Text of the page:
|by Blair Fraipont|
|Artist: Van Morrison Album: Magic Time Label: Geffen/Exile/Polydor
Van Morrison's record, Magic Time sounds like a remarkable comeback record. The only problem is that Van has never gone away, never allowed one to deem any of his work as a comeback or return to form. Like a fine wine, Van produces new music typically once a year. Similarly, the finished results are usually a brilliant success, though every few years there will be the occasional mishap or clunker. Overall, his high stature and prolific nature match only a few living artists (Neil Young comes to mind) whose careers commenced in the 60s.
Magic Time continues to capture the fire of the earthy R&B textures the Van rekindled in the early 90s that now have even more of a world weary claim. The record also adheres to Morrisson's amalgam of soul, balladry, folk, jazz and rock and roll. All of these sounds are blended in a wonderful clear mix that allow the genres to complete Van's artistic vision and talent.
Morrison utilizes imagery and moods that permeate not only on Magic Time but those that have coursed through his entire body of work. Images such as Gypsies, indian summers, loneliness, fields and forests, church bells chiming, lions, are all present here and have a subtle beauty in coloring his music.
The highlights include the soulful "Celtic New Year," the rollicking, "Keep Mediocrity at Bay," the world weariness of "Just Like Greta" and the sheer magic of "The Lion This Time" which is Van's best song in a decade, period. Overall, you won't be disappointed with Van or with his performance on Magic Time.
Artist: Antony and the Johnsons Album: I am a bird now Label: Secretly Canadian
There is a serious problem with the music industry right now. A problem of detrimental proportions. Antony and the Johnsons are still relatively unknown and underexposed. This travesty is realized once you listen to Antony's second record, I am a bird now. Anthony's voice is smoky and soulful, evoking both Bryan Ferry and Nina Simone simultaneously. He harbors such an unbelievable range from sorrow up to joy; many times these emotions are wrapped together to create weighty and explosive performances.
"Hope There's Someone" presents us with Antony issuing a prayer in genuflection. Halfway through the song, piano chords pick up their tempo and ascend over and over as if trying to send off this gospel-tinged beauty into the heavens. This sets the tone for the album as the whole is dedicated to the desperation and hope for love, understanding, personal freedom of mind and body and individuality of the spirit.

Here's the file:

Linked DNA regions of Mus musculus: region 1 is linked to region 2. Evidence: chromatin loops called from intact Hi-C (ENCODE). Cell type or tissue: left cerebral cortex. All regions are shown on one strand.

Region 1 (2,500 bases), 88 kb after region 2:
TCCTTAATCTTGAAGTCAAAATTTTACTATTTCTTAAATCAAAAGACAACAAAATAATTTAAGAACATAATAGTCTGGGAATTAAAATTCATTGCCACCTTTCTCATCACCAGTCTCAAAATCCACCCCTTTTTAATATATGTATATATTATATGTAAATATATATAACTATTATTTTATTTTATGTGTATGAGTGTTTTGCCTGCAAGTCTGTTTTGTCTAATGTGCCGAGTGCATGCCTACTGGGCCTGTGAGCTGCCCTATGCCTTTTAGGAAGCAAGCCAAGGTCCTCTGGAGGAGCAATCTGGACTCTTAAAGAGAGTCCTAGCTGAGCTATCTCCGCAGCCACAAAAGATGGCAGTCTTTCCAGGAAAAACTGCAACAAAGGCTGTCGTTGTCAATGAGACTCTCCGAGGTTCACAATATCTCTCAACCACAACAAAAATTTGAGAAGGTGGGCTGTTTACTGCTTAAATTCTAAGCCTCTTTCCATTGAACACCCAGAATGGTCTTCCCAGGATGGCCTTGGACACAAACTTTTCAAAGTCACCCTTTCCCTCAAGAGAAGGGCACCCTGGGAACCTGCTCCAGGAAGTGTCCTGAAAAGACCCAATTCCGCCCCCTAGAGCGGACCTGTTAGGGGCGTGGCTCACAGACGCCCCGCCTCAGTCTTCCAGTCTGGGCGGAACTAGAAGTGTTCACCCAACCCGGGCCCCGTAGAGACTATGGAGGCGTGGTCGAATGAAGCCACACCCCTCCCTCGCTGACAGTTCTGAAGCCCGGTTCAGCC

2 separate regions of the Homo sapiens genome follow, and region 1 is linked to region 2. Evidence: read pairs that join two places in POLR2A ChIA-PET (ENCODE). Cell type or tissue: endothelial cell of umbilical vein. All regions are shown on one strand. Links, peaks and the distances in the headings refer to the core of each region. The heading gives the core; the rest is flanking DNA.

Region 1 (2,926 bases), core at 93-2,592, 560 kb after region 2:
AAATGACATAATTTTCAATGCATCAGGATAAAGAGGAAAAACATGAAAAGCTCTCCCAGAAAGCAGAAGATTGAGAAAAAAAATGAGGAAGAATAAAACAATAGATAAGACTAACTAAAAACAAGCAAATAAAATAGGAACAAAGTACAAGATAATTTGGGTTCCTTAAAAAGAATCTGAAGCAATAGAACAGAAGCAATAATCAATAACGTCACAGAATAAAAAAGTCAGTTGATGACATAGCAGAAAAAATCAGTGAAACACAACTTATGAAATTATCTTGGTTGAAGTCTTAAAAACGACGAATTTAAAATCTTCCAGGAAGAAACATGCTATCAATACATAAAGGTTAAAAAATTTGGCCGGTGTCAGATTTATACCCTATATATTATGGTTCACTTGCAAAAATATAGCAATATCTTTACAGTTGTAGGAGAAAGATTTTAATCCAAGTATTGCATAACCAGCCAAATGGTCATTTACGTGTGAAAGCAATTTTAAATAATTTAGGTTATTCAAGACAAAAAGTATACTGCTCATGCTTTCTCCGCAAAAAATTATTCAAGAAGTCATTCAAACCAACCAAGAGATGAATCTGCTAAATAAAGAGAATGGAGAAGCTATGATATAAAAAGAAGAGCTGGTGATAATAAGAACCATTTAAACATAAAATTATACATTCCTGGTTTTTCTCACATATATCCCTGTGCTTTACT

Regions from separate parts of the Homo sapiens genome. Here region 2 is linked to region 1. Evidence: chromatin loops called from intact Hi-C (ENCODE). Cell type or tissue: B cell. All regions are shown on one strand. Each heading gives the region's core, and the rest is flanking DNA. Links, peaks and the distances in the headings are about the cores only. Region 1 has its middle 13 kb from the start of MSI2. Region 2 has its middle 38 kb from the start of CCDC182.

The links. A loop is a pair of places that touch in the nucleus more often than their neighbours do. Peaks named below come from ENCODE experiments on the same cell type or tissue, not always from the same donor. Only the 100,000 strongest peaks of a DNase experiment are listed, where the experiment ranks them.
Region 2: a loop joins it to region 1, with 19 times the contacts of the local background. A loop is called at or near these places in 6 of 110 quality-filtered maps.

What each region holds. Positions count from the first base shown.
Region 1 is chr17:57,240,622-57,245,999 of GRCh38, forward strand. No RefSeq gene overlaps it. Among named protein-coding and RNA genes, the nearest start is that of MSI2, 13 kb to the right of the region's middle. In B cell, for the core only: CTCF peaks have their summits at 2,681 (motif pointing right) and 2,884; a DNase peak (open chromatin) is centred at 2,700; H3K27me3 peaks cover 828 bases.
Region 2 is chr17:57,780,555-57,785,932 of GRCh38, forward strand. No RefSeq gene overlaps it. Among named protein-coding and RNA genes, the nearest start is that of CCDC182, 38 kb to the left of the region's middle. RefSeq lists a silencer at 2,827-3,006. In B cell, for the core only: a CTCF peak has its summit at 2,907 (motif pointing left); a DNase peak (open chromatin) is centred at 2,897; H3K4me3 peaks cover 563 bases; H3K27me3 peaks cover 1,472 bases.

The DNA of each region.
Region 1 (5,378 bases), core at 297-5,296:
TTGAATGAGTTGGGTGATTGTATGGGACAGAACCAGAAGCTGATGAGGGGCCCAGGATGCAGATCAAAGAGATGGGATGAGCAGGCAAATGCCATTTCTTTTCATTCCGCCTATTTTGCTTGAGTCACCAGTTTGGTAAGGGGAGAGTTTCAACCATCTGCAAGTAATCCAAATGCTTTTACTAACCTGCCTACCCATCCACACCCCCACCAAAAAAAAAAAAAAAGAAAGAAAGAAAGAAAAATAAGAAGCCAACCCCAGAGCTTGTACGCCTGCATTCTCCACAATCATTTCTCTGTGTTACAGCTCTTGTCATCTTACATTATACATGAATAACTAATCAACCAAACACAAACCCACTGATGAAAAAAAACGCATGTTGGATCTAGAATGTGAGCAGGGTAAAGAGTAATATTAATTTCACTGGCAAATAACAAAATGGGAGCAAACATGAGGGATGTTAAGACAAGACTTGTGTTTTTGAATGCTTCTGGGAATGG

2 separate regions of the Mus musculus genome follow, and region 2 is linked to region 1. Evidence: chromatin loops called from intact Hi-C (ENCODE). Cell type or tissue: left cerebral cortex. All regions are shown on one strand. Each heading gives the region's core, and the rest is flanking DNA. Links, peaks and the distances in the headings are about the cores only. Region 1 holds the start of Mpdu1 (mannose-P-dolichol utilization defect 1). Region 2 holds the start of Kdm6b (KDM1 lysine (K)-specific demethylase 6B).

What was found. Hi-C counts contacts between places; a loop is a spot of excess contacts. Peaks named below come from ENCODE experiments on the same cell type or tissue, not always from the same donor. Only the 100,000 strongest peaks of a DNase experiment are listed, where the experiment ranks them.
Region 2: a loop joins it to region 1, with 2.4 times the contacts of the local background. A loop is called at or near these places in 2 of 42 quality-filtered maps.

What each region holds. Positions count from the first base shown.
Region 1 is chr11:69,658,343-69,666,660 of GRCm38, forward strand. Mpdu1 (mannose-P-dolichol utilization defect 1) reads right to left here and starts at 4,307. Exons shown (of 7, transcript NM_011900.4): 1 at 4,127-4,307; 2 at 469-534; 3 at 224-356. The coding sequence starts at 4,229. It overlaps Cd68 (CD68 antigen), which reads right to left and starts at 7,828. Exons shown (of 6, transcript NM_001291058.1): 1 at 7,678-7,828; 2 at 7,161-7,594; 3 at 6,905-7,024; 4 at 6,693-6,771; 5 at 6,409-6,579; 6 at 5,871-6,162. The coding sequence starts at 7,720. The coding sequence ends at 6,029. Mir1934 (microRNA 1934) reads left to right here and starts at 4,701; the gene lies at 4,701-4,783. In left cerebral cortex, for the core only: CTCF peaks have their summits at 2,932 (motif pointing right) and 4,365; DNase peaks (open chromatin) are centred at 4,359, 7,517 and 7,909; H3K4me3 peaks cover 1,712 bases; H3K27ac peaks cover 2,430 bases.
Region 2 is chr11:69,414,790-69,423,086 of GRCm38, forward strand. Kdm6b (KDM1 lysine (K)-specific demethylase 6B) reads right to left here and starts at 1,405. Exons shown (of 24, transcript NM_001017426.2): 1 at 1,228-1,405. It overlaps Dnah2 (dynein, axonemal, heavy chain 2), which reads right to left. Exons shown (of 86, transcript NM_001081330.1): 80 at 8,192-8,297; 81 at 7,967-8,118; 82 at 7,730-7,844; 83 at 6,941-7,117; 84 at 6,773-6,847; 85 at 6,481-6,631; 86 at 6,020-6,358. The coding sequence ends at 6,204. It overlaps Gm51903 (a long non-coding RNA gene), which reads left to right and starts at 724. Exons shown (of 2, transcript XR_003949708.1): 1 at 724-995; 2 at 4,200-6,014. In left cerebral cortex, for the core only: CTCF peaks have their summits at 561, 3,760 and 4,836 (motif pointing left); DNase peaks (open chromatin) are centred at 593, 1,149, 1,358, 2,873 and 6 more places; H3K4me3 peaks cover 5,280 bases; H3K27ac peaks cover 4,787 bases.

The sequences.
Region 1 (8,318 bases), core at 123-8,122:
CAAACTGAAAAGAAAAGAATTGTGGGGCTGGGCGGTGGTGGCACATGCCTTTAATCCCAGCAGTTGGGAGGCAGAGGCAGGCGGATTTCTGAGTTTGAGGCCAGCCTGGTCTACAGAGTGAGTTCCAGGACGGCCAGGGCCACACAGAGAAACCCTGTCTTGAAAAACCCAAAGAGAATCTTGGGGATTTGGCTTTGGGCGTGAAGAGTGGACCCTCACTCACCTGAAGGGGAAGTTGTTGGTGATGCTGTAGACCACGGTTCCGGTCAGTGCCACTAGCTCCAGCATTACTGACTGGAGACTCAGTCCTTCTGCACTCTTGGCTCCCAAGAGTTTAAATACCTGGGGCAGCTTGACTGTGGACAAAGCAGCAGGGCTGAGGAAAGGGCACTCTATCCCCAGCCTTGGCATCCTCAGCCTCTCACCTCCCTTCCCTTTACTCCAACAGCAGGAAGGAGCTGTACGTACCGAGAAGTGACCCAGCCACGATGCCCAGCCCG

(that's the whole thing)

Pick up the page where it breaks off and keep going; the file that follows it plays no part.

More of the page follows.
This desperation is captured hauntingly on the cover as it features Andy Warhol superstar Candy Darling on her deathbed. A quick glance may display an eloquent star resting in bed surrounded by flowers. At further inspection the truth is revealed. This is in fact the sublime magic of I am a bird now: that underneath these breathtaking songs there is darker substance lurking. The inner album art which includes children's letters to their parents from a medical journal on herma-phodism and sex reassignment in 1966 points the listener to what may lie beneath the surface.
Likely so, "For Today I am a Boy" has Antony singing, "one day I'll grow up and be a beautiful woman...but for today I am a boy!" Like the album opener, this song begins quite gently and builds and grows with intensity. This intensity is ubiquitous and is carefully and thoughtfully dispersed throughout the record.
Rufus Wainwright takes a solo on the short but delicate, "What Can I do?" Boy George duets with Antony on the dedication, "You are my sister." Lou Reed recites a poem at the beginning of "Fistful of Love" then provides searing guitar feedback that burns throughout the rising exaltation and horns heard therein. Luckily none of these appearances smudge any of the beauty that Antony and the Johnsons have created here.
In "Bird Guhl," the final song on the album, Antony sings, "I'm gonna be born into soon the sky, 'cause I'm a bird girl and the bird girls go to heaven." This evokes the imagery in which an open window at the hour of death provides the passing soul an exit from the world of the living to the spirit world. Acting as a conduit, the bird carries the soul up into the sky; coincidentally, I am a bird now transports the listener to a musical Valhalla.
Blair Fraipont may be reached at email@example.com.
LETTERS From CAMP Rehoboth, Vol. 15, No. 7 June 17, 2005